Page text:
November 29, 2017 / 11:25 AM / a year ago

Breakingviews - UK plays weak hand badly in Brexit poker

European Union's chief Brexit negotiator Michel Barnier attends the Berlin Security Conference on European Security and Defence in Berlin, Germany, November 29, 2017. REUTERS/Hannibal Hanschke - RC1947D63770

LONDON (Reuters Breakingviews) - Britain is playing a weak hand badly in the Brexit poker game. The country has reportedly bowed to European Union demands that it pay up to 100 billion euros when it leaves the bloc. The outcome of months of haggling shows the UK has a lot less leverage than it pretends.

Settling the Brexit bill, as the Financial Times reports the UK is ready to do, should have been the easy part. Anything else would increase the chances that it will exit in 2019 without a transition period or trade deal. Lost tax revenue could amount to 75-150 billion pounds by 2030, according to Breakingviews estimates.

The final bill, after deducting what the EU will owe Britain, is likely to be much lower – around 50 billion euros, according to the Financial Times. Even the gross figure of 100 billion euros would be covered within five years by the 350 million pounds a week that Brexiteers, such as Foreign Secretary Boris Johnson, promised would become available once Britain stops paying into the EU budget.

Yet Prime Minister Theresa May has taken eight months to bow to the inevitable. Pandering to the eurosceptic members of her Conservative party has wasted more than a quarter of the two years she has to negotiate an exit and has cost her goodwill. May has also shown EU negotiators that UK bravado – embodied by Johnson’s July remark that the bloc could “go whistle” for its money – can be easily ignored.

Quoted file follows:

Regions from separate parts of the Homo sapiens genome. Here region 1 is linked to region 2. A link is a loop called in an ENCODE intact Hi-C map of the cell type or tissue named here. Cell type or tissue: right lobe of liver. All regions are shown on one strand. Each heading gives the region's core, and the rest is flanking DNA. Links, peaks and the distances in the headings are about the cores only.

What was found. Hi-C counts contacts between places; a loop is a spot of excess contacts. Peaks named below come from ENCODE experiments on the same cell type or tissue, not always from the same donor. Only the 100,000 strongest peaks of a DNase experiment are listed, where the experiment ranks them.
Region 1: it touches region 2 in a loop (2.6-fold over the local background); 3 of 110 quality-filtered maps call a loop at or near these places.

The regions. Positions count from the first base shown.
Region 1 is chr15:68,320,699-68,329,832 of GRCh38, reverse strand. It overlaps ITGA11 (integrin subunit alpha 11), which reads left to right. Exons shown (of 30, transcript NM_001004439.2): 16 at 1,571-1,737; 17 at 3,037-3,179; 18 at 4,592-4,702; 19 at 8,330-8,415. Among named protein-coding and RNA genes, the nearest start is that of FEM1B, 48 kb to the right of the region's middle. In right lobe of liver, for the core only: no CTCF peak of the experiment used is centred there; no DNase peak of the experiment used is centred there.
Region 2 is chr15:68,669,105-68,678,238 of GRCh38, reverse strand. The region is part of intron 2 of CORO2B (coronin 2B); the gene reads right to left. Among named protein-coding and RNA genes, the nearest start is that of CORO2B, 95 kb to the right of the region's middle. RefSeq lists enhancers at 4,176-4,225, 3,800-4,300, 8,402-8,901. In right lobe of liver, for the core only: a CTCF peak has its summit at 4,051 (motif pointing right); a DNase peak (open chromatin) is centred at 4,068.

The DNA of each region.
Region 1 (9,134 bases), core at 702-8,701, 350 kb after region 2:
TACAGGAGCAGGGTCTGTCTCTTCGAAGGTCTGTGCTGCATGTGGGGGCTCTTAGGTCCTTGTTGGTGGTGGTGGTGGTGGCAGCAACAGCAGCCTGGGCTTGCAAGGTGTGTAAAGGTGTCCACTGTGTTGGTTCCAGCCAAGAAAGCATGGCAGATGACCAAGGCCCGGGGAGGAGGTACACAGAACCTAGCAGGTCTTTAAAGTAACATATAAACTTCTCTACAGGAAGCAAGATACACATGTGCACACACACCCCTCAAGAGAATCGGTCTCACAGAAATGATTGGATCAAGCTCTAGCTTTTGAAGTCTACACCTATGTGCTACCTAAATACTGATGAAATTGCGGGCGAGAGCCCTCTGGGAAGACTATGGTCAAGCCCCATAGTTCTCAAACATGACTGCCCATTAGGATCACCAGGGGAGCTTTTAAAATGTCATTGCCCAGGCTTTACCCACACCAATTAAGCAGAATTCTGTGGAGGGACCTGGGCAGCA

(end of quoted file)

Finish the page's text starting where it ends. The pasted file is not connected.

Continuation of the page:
May’s hand may not get much better. Honouring its financial commitments could give the UK a brief transition period to plan its departure and sketch out a deal with its main trading partner. Yet the prospect of a “hard” Brexit will still loom if those talks founder. Negotiating a basic agreement for trade in goods, such as the EU’s recent pact with Canada, would be painful for the UK services sector, which makes up around four-fifths of the economy. A better deal would require Britain to abide by EU regulation and accept more immigration and budget payments – all red lines for May’s party. Having seen May fold once, EU negotiators will be quicker to call her bluff in the future.


Reuters Breakingviews is the world's leading source of agenda-setting financial insight. As the Reuters brand for financial commentary, we dissect the big business and economic stories as they break around the world every day. A global team of about 30 correspondents in New York, London, Hong Kong and other major cities provides expert analysis in real time.

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